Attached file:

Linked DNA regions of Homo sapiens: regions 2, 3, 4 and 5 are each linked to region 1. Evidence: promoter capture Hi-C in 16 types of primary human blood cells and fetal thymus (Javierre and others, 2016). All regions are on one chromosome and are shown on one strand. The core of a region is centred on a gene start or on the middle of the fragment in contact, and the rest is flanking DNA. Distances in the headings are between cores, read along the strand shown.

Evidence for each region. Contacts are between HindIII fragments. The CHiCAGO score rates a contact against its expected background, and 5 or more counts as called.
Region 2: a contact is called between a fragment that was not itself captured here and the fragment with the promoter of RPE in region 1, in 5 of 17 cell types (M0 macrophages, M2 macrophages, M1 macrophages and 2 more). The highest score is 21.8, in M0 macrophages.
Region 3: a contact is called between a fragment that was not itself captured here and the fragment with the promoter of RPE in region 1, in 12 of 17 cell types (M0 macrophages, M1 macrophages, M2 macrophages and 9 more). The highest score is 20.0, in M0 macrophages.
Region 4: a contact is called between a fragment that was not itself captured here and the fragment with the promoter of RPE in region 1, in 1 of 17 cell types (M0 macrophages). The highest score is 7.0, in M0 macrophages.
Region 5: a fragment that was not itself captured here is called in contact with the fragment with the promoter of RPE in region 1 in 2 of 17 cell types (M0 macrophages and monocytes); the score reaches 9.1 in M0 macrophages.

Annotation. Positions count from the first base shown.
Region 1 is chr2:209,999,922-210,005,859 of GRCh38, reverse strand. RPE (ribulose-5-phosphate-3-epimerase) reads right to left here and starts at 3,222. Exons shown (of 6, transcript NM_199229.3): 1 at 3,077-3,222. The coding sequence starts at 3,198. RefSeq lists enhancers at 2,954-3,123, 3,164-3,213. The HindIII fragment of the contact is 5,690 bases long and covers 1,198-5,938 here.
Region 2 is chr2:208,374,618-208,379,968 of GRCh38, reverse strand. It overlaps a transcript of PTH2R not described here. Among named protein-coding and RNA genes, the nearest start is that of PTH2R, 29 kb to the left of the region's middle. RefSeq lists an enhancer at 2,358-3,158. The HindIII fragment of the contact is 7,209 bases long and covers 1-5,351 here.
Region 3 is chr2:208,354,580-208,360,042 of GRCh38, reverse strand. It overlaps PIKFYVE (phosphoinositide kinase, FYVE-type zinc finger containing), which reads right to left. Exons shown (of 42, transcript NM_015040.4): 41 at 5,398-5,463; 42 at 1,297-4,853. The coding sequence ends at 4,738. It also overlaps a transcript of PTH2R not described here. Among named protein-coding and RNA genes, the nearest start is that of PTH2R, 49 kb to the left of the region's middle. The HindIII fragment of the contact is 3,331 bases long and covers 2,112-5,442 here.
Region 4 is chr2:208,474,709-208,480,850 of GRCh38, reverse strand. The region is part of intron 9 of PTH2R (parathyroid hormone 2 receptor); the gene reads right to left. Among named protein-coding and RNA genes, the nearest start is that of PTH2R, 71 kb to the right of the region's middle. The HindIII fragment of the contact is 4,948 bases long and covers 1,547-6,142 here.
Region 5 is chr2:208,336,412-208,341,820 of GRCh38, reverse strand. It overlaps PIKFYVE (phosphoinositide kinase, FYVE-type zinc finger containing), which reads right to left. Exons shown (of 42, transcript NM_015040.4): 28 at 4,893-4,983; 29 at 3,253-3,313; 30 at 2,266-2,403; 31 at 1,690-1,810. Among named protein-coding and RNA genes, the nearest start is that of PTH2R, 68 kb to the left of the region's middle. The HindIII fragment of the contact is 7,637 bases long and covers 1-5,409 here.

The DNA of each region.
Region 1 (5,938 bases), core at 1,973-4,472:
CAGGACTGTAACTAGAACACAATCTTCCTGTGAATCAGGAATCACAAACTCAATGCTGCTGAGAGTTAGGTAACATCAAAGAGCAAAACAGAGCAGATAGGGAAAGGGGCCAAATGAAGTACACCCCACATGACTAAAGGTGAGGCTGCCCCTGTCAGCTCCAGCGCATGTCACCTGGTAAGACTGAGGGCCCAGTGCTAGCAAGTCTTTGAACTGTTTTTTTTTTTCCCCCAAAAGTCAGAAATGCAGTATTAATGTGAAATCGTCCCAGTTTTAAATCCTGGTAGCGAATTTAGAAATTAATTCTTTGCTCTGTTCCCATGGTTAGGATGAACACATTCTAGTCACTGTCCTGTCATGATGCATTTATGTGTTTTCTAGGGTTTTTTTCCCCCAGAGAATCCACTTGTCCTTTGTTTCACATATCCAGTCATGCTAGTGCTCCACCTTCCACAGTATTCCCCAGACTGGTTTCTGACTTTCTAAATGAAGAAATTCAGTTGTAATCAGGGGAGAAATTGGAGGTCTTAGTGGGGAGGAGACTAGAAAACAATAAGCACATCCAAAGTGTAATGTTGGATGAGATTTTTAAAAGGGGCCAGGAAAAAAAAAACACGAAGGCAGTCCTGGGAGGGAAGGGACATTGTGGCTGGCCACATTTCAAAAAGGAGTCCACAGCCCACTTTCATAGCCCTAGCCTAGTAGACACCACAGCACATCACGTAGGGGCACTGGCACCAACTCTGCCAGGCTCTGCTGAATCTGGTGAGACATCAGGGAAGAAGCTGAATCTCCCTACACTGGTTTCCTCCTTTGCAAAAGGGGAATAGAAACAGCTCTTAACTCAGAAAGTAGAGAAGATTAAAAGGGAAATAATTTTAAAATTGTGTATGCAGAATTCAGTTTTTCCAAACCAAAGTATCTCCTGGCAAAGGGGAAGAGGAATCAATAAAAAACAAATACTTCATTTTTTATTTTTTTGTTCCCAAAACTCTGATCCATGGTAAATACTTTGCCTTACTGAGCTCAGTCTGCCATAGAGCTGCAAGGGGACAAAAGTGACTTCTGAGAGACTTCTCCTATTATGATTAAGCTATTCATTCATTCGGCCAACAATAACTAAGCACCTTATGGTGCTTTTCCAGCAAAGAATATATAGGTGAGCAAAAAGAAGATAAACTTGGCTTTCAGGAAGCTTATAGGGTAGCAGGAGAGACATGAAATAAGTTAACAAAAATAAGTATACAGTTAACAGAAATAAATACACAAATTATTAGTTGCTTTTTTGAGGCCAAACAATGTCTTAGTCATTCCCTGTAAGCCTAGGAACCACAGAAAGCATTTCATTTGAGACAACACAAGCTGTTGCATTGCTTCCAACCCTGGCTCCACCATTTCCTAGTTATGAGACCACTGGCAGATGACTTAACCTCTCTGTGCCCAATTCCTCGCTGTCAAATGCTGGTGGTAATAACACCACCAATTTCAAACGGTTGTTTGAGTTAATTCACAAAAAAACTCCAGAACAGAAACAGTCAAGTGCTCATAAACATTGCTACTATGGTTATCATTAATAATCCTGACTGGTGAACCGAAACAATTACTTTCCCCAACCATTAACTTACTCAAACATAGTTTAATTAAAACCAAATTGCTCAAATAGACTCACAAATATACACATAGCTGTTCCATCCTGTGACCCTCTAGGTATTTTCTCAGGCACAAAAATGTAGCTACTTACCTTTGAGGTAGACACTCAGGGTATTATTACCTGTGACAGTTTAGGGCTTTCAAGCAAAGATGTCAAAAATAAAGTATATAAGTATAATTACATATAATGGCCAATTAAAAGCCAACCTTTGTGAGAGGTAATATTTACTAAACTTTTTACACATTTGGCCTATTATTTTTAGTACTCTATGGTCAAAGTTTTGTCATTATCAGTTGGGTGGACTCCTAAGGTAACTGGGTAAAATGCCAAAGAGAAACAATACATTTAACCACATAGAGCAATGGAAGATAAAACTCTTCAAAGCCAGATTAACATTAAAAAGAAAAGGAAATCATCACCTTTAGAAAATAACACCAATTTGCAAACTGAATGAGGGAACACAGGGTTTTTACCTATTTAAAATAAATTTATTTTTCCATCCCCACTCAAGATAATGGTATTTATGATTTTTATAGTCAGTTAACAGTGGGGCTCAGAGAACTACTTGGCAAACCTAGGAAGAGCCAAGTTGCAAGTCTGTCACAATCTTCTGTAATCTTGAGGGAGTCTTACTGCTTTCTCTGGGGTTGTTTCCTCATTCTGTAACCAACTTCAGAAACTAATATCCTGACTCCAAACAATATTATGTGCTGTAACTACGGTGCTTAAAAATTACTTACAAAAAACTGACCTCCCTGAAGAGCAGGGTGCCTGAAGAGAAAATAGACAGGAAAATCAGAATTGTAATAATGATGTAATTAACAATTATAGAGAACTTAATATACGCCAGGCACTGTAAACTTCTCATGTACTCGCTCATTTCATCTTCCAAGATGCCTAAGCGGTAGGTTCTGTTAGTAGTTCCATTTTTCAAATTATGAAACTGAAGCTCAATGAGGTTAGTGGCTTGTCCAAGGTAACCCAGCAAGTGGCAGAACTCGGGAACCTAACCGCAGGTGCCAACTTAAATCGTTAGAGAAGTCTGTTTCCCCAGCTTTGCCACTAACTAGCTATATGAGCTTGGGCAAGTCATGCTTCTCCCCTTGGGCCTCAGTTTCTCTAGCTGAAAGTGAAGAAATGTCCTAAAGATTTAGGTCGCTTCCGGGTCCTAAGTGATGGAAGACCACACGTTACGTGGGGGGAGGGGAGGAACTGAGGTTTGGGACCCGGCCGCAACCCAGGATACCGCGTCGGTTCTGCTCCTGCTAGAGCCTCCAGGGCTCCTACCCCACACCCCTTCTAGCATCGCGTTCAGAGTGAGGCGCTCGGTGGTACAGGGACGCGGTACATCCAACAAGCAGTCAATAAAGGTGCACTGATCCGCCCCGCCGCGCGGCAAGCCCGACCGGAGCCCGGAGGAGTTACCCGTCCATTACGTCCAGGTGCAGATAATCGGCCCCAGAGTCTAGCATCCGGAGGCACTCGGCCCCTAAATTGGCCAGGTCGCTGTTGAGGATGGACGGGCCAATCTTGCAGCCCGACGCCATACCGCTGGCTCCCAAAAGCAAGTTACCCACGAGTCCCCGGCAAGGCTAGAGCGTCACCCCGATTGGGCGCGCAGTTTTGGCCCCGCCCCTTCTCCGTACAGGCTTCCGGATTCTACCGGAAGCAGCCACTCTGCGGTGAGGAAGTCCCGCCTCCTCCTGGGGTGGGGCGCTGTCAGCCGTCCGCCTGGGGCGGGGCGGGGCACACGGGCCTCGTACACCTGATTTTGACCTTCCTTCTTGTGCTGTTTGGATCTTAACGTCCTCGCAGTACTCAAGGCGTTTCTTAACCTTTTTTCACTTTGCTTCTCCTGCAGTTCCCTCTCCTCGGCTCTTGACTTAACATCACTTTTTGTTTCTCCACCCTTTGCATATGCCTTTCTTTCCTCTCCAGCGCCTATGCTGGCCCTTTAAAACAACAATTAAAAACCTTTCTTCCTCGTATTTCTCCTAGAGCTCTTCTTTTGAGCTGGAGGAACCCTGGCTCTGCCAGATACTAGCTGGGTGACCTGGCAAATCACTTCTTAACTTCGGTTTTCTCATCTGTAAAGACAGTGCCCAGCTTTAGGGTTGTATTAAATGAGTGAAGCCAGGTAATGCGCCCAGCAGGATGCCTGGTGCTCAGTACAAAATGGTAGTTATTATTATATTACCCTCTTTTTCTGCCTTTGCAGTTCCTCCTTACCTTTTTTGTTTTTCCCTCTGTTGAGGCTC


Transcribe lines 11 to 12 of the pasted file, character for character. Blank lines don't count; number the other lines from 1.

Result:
Region 4 is chr2:208,474,709-208,480,850 of GRCh38, reverse strand. The region is part of intron 9 of PTH2R (parathyroid hormone 2 receptor); the gene reads right to left. Among named protein-coding and RNA genes, the nearest start is that of PTH2R, 71 kb to the right of the region's middle. The HindIII fragment of the contact is 4,948 bases long and covers 1,547-6,142 here.
Region 5 is chr2:208,336,412-208,341,820 of GRCh38, reverse strand. It overlaps PIKFYVE (phosphoinositide kinase, FYVE-type zinc finger containing), which reads right to left. Exons shown (of 42, transcript NM_015040.4): 28 at 4,893-4,983; 29 at 3,253-3,313; 30 at 2,266-2,403; 31 at 1,690-1,810. Among named protein-coding and RNA genes, the nearest start is that of PTH2R, 68 kb to the left of the region's middle. The HindIII fragment of the contact is 7,637 bases long and covers 1-5,409 here.